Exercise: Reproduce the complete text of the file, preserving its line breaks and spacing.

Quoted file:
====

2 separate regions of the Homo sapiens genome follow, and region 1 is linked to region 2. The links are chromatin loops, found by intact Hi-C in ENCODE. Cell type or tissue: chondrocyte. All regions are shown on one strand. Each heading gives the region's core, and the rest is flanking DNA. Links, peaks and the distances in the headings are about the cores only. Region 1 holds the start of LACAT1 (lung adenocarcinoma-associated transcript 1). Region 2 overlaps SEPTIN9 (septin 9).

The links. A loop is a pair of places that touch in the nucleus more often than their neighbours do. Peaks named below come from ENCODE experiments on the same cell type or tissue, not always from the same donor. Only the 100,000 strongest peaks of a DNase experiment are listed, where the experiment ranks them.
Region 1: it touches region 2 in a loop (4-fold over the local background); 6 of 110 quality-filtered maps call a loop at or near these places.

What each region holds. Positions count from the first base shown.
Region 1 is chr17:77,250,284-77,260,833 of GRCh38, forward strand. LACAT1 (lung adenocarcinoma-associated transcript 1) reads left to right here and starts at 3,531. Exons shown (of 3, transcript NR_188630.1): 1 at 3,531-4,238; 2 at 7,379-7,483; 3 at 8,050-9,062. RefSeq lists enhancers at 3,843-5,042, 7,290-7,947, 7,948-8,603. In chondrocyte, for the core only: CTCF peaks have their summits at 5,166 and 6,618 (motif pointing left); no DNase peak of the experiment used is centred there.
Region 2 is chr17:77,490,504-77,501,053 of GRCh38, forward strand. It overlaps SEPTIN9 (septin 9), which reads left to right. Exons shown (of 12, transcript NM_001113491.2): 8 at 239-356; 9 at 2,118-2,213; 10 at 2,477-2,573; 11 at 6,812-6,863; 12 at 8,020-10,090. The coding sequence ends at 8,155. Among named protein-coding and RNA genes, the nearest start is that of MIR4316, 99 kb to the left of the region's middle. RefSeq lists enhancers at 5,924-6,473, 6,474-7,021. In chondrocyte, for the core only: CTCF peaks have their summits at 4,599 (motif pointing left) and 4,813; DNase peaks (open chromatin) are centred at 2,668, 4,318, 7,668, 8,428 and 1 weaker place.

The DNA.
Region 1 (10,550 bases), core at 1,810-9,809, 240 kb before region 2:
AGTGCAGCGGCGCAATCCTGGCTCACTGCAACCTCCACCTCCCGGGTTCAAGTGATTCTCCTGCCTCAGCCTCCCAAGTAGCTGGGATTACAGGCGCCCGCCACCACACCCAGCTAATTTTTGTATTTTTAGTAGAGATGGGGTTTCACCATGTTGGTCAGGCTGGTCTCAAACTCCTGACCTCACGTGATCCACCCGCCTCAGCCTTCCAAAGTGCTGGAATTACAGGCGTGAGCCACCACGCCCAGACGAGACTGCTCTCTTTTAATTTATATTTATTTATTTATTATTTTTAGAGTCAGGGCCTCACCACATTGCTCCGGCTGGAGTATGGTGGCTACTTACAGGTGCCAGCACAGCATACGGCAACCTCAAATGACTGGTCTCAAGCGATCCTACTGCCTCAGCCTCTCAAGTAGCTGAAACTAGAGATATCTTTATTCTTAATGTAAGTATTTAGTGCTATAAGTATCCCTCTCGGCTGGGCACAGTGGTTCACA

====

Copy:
2 separate regions of the Homo sapiens genome follow, and region 1 is linked to region 2. The links are chromatin loops, found by intact Hi-C in ENCODE. Cell type or tissue: chondrocyte. All regions are shown on one strand. Each heading gives the region's core, and the rest is flanking DNA. Links, peaks and the distances in the headings are about the cores only. Region 1 holds the start of LACAT1 (lung adenocarcinoma-associated transcript 1). Region 2 overlaps SEPTIN9 (septin 9).

The links. A loop is a pair of places that touch in the nucleus more often than their neighbours do. Peaks named below come from ENCODE experiments on the same cell type or tissue, not always from the same donor. Only the 100,000 strongest peaks of a DNase experiment are listed, where the experiment ranks them.
Region 1: it touches region 2 in a loop (4-fold over the local background); 6 of 110 quality-filtered maps call a loop at or near these places.

What each region holds. Positions count from the first base shown.
Region 1 is chr17:77,250,284-77,260,833 of GRCh38, forward strand. LACAT1 (lung adenocarcinoma-associated transcript 1) reads left to right here and starts at 3,531. Exons shown (of 3, transcript NR_188630.1): 1 at 3,531-4,238; 2 at 7,379-7,483; 3 at 8,050-9,062. RefSeq lists enhancers at 3,843-5,042, 7,290-7,947, 7,948-8,603. In chondrocyte, for the core only: CTCF peaks have their summits at 5,166 and 6,618 (motif pointing left); no DNase peak of the experiment used is centred there.
Region 2 is chr17:77,490,504-77,501,053 of GRCh38, forward strand. It overlaps SEPTIN9 (septin 9), which reads left to right. Exons shown (of 12, transcript NM_001113491.2): 8 at 239-356; 9 at 2,118-2,213; 10 at 2,477-2,573; 11 at 6,812-6,863; 12 at 8,020-10,090. The coding sequence ends at 8,155. Among named protein-coding and RNA genes, the nearest start is that of MIR4316, 99 kb to the left of the region's middle. RefSeq lists enhancers at 5,924-6,473, 6,474-7,021. In chondrocyte, for the core only: CTCF peaks have their summits at 4,599 (motif pointing left) and 4,813; DNase peaks (open chromatin) are centred at 2,668, 4,318, 7,668, 8,428 and 1 weaker place.

The DNA.
Region 1 (10,550 bases), core at 1,810-9,809, 240 kb before region 2:
AGTGCAGCGGCGCAATCCTGGCTCACTGCAACCTCCACCTCCCGGGTTCAAGTGATTCTCCTGCCTCAGCCTCCCAAGTAGCTGGGATTACAGGCGCCCGCCACCACACCCAGCTAATTTTTGTATTTTTAGTAGAGATGGGGTTTCACCATGTTGGTCAGGCTGGTCTCAAACTCCTGACCTCACGTGATCCACCCGCCTCAGCCTTCCAAAGTGCTGGAATTACAGGCGTGAGCCACCACGCCCAGACGAGACTGCTCTCTTTTAATTTATATTTATTTATTTATTATTTTTAGAGTCAGGGCCTCACCACATTGCTCCGGCTGGAGTATGGTGGCTACTTACAGGTGCCAGCACAGCATACGGCAACCTCAAATGACTGGTCTCAAGCGATCCTACTGCCTCAGCCTCTCAAGTAGCTGAAACTAGAGATATCTTTATTCTTAATGTAAGTATTTAGTGCTATAAGTATCCCTCTCGGCTGGGCACAGTGGTTCACA